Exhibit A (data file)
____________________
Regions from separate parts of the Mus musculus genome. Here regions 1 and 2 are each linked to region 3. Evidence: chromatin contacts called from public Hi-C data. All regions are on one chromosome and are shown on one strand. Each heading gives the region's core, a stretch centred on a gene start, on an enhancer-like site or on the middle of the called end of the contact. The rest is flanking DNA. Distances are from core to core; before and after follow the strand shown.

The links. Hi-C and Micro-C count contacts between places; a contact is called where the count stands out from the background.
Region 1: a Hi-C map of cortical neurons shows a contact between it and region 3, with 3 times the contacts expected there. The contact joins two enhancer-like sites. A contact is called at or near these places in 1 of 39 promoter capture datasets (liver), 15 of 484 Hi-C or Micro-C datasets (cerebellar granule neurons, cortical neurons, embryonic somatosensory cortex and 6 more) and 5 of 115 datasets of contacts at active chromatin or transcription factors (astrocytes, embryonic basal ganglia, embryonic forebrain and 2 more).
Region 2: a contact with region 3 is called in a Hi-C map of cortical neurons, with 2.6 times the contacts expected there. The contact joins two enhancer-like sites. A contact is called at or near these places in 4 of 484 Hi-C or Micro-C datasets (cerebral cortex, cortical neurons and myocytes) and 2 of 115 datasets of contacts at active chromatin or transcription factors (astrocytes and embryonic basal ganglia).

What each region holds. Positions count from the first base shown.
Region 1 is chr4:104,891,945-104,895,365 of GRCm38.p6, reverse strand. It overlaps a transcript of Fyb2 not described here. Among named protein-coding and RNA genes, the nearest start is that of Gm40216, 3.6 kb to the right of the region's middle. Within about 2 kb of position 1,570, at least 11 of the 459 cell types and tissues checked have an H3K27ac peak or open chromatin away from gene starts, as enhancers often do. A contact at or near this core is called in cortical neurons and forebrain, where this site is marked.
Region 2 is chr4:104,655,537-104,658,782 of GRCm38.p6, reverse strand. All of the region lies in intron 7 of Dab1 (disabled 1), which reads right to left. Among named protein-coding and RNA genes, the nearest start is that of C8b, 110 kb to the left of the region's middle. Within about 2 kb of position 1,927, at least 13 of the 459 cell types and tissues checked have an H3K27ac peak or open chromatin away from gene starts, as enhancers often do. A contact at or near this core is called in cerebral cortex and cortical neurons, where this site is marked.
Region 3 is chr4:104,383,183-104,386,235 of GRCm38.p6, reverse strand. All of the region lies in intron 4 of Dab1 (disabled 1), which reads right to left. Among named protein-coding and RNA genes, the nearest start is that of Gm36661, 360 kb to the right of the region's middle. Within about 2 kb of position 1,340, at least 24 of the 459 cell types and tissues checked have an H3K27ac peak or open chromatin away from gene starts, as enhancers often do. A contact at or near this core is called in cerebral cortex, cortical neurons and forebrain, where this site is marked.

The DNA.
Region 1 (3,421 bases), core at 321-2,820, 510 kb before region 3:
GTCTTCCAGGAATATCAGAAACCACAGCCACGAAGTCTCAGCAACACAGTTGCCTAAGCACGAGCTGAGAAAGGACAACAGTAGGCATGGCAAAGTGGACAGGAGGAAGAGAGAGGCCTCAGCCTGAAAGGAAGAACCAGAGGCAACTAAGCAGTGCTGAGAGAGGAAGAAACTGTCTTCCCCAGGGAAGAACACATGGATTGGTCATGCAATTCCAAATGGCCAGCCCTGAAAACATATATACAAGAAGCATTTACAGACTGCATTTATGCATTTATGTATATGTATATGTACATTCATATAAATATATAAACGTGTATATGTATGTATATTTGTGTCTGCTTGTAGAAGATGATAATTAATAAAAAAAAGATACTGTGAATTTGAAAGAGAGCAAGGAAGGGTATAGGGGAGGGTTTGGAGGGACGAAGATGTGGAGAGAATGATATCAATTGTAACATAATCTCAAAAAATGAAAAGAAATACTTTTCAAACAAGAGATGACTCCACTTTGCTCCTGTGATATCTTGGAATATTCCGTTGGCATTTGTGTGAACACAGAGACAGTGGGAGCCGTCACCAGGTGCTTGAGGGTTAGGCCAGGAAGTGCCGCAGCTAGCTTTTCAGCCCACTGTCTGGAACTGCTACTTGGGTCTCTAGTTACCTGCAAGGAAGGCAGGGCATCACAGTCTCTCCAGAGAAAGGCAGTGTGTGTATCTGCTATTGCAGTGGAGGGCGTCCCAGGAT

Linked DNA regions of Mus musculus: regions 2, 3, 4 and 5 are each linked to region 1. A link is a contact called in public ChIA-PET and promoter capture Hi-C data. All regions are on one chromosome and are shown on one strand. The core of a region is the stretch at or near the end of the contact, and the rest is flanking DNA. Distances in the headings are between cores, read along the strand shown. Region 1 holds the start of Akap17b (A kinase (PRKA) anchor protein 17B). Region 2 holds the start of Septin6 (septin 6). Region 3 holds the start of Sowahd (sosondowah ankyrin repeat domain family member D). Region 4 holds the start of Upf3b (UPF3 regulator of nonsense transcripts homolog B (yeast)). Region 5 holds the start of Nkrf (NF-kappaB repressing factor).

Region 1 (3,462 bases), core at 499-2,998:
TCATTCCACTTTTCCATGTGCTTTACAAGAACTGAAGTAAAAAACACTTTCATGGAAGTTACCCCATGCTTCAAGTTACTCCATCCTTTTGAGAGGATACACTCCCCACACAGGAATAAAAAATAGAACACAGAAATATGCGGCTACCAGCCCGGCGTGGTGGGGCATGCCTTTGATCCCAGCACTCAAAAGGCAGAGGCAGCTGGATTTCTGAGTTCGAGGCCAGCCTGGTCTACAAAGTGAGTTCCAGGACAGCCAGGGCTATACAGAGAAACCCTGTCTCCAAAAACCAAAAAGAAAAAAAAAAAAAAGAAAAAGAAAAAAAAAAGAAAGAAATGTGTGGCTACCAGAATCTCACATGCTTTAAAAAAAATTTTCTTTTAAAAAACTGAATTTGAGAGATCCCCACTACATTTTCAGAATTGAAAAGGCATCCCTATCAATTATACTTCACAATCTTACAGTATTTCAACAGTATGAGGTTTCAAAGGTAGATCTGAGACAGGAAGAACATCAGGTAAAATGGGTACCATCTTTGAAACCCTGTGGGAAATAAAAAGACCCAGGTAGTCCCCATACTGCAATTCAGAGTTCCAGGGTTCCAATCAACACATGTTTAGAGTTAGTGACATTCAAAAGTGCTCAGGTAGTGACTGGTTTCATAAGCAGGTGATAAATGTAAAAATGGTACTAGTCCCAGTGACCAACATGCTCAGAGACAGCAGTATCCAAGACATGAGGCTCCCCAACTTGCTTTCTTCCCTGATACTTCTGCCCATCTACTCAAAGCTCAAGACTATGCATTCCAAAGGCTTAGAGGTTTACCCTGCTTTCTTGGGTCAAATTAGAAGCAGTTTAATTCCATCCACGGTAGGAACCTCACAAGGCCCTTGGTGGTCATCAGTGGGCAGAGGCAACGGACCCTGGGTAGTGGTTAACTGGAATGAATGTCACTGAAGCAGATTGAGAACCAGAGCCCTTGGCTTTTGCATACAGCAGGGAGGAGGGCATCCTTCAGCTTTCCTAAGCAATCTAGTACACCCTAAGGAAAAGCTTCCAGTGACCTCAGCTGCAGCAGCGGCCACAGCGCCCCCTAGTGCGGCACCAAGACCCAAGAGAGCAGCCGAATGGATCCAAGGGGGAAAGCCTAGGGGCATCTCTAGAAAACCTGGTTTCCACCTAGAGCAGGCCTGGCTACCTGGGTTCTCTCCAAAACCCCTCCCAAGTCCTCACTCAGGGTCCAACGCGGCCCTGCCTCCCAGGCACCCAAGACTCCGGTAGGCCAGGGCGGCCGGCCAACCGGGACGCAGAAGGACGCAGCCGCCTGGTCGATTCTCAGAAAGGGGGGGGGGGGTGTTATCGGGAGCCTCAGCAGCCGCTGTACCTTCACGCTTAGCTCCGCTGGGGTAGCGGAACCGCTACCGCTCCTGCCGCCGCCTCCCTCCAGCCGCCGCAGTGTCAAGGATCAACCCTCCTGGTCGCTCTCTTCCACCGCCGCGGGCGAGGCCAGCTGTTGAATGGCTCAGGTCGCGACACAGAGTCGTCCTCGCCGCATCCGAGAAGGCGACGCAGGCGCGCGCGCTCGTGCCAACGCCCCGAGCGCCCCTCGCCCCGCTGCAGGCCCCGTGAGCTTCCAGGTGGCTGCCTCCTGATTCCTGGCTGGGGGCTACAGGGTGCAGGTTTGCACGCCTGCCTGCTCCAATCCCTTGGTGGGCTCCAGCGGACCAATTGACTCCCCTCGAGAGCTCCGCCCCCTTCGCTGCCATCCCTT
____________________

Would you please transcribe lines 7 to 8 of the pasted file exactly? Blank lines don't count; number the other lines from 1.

Region 2 is chr4:104,655,537-104,658,782 of GRCm38.p6, reverse strand. All of the region lies in intron 7 of Dab1 (disabled 1), which reads right to left. Among named protein-coding and RNA genes, the nearest start is that of C8b, 110 kb to the left of the region's middle. Within about 2 kb of position 1,927, at least 13 of the 459 cell types and tissues checked have an H3K27ac peak or open chromatin away from gene starts, as enhancers often do. A contact at or near this core is called in cerebral cortex and cortical neurons, where this site is marked.
Region 3 is chr4:104,383,183-104,386,235 of GRCm38.p6, reverse strand. All of the region lies in intron 4 of Dab1 (disabled 1), which reads right to left. Among named protein-coding and RNA genes, the nearest start is that of Gm36661, 360 kb to the right of the region's middle. Within about 2 kb of position 1,340, at least 24 of the 459 cell types and tissues checked have an H3K27ac peak or open chromatin away from gene starts, as enhancers often do. A contact at or near this core is called in cerebral cortex, cortical neurons and forebrain, where this site is marked.